One of the most important costs for the operation of a business and the entire market is the cost of energy, which together with other factors e.g., such as labor costs, etc., largely shape the final prices of the product and service produced respectively.
The increased energy costs
Today, the global trend is to increase the wholesale price of energy. In countries where there is a high degree of competition, any increases in energy prices occur at a very limited rate.
by Trust Economics-https://trusteconomics.eu
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However, in countries where there is a significant lack of competition, energy prices are rising at a faster rate, burdening both businesses and consumers (households) as the increased energy costs are passed on to the end user.
Energy costs are a cornerstone for business survival, as as a fixed cost if it is high, it is a significant operating burden for the business affecting both its long-term viability and whatever jobs a business offers.
Factors affecting competition
Factors affecting energy costs through a lack of competition in a market could be summarized in:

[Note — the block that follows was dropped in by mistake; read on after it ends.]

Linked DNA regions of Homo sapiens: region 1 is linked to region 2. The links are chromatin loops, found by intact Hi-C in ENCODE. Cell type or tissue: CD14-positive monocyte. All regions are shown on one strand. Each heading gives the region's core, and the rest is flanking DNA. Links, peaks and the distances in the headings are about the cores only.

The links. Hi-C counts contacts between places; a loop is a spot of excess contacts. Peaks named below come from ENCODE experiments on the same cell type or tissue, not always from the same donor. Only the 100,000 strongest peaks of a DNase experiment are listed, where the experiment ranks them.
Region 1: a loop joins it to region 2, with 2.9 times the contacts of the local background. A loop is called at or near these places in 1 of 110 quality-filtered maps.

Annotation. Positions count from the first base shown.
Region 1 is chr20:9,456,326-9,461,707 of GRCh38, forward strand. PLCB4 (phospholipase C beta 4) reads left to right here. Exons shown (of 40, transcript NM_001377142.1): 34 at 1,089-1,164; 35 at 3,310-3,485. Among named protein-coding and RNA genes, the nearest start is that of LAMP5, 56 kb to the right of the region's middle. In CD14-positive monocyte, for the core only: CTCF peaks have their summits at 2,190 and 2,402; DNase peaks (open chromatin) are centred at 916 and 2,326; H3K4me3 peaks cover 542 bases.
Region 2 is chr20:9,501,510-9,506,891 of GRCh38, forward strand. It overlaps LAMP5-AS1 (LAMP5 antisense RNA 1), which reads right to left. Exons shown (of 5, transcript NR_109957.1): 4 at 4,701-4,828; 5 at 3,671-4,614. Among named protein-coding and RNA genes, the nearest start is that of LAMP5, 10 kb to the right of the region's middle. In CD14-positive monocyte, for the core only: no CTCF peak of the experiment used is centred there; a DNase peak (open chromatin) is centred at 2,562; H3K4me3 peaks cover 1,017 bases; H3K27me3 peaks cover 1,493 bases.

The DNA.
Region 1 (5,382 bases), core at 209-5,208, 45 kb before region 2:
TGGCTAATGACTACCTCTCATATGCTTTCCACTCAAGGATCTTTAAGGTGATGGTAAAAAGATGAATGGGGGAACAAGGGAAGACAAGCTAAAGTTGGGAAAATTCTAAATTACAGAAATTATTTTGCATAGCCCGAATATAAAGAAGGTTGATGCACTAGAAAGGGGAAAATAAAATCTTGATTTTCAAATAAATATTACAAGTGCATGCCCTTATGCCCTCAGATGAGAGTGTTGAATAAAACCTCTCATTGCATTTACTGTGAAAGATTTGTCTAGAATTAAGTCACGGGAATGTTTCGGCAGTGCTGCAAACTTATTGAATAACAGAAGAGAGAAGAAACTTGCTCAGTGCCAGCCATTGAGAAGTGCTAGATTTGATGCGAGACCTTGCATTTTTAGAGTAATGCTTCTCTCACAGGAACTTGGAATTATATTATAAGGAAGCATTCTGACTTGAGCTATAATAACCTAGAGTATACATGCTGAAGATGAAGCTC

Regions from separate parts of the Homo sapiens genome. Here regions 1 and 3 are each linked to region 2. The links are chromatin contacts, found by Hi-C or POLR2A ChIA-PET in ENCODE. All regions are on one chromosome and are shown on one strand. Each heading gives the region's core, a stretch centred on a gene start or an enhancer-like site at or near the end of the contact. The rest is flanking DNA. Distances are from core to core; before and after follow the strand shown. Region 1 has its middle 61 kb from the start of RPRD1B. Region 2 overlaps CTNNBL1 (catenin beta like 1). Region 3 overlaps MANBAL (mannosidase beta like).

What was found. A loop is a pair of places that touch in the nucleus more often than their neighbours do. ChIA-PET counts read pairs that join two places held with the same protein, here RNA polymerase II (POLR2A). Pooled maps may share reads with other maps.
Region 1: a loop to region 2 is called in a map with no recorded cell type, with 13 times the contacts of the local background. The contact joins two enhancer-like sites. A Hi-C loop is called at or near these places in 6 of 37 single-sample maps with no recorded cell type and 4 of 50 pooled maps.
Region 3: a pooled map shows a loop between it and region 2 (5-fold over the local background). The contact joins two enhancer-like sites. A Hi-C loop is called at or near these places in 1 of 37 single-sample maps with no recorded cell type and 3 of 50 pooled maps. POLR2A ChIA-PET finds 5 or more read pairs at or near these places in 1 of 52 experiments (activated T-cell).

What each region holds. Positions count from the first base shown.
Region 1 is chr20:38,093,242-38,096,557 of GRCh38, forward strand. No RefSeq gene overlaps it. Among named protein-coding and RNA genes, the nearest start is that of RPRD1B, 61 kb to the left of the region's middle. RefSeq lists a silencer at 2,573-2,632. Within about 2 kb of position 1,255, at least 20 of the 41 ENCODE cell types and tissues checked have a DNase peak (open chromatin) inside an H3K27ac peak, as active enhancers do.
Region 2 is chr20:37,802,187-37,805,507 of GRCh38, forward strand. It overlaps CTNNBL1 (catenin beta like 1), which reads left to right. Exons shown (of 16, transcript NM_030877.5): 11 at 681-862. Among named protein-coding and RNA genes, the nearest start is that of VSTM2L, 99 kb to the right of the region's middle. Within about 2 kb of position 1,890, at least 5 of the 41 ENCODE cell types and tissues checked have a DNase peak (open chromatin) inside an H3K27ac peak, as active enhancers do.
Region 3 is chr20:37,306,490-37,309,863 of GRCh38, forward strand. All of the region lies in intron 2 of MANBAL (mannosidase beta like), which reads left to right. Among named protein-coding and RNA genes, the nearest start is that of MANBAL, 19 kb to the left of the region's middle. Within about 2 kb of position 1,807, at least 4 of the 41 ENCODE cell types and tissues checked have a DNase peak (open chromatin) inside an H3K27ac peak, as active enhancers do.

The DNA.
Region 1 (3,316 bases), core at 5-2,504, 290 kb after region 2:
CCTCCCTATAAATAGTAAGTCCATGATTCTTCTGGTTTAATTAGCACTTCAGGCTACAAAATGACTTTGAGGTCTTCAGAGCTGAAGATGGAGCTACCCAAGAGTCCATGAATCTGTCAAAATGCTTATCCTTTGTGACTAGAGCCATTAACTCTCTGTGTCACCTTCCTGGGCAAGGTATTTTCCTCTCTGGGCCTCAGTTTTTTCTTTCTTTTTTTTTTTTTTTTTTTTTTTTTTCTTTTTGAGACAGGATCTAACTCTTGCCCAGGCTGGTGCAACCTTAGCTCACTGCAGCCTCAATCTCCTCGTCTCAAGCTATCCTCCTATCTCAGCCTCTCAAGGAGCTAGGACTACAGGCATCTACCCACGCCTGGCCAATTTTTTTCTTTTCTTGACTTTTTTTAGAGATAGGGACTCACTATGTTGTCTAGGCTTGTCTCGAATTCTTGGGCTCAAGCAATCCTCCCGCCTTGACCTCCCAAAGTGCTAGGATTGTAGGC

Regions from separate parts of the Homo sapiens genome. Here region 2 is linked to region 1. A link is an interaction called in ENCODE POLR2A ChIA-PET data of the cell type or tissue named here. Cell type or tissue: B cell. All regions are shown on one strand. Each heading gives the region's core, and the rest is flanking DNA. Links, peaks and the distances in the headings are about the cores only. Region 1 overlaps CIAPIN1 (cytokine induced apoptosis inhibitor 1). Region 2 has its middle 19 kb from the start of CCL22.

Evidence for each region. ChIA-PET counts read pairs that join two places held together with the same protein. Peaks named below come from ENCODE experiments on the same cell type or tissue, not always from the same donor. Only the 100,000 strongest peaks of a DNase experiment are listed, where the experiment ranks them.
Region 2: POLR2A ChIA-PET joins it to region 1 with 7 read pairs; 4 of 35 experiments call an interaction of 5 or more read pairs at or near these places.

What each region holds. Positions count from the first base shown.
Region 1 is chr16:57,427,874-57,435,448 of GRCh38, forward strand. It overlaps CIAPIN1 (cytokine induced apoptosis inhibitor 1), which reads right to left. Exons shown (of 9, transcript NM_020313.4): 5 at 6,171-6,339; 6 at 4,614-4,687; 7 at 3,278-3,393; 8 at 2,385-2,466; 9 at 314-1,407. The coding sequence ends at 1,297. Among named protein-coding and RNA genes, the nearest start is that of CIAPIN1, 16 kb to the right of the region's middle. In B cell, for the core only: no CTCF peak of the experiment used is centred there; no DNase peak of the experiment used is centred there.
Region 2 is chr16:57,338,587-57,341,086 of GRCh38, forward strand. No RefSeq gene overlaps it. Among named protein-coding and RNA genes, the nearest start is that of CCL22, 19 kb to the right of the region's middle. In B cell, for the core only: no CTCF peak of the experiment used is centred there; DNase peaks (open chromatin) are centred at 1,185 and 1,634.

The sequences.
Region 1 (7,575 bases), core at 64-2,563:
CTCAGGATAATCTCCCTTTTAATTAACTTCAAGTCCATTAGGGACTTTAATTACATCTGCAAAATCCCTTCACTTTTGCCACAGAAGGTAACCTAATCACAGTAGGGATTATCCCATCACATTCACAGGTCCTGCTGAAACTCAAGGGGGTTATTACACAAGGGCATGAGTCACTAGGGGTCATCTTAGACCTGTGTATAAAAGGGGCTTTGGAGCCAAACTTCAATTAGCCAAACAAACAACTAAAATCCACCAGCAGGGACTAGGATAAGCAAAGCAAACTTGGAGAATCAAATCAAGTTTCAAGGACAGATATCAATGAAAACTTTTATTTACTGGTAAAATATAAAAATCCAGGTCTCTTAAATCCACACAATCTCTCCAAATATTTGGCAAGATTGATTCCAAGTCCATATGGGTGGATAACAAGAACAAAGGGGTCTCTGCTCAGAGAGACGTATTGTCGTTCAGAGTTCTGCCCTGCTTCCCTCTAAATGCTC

• The significant energy dependence of a country on lignite.
• The slow adaptation of a monopoly or oligopoly power supply market to a completely free market.
• The low degree of energy production from RES.
• Lack of serious or modernized infrastructure in the electricity transmission network and transmission of electricity from RES to the national network.
• Slow interconnection of the electricity network of a country (market) with corresponding networks of foreign countries (markets).
All these factors must be optimized to the maximum extent so that the competition can work beneficially by reducing energy costs.
Good governmental actions
To optimize the above factors to function to the maximum benefit, the governments of the countries will have to design a new national energy portfolio strategy, to increase / modernize their infrastructure and at the same time enter dynamically into the increase of energy production from ΑΠΕ.
This is achieved by attracting new investments while giving the appropriate incentives (e.g., generous tax exemptions, etc.) for the creation of new companies that will enter the energy sector through their investments in RES to further increase competition.
There is no business activity in an economy that is not based on the use of energy. For this reason, state governments should grant tax exemptions to gradually reduce the burden of energy use and consumption, even when it comes from RES.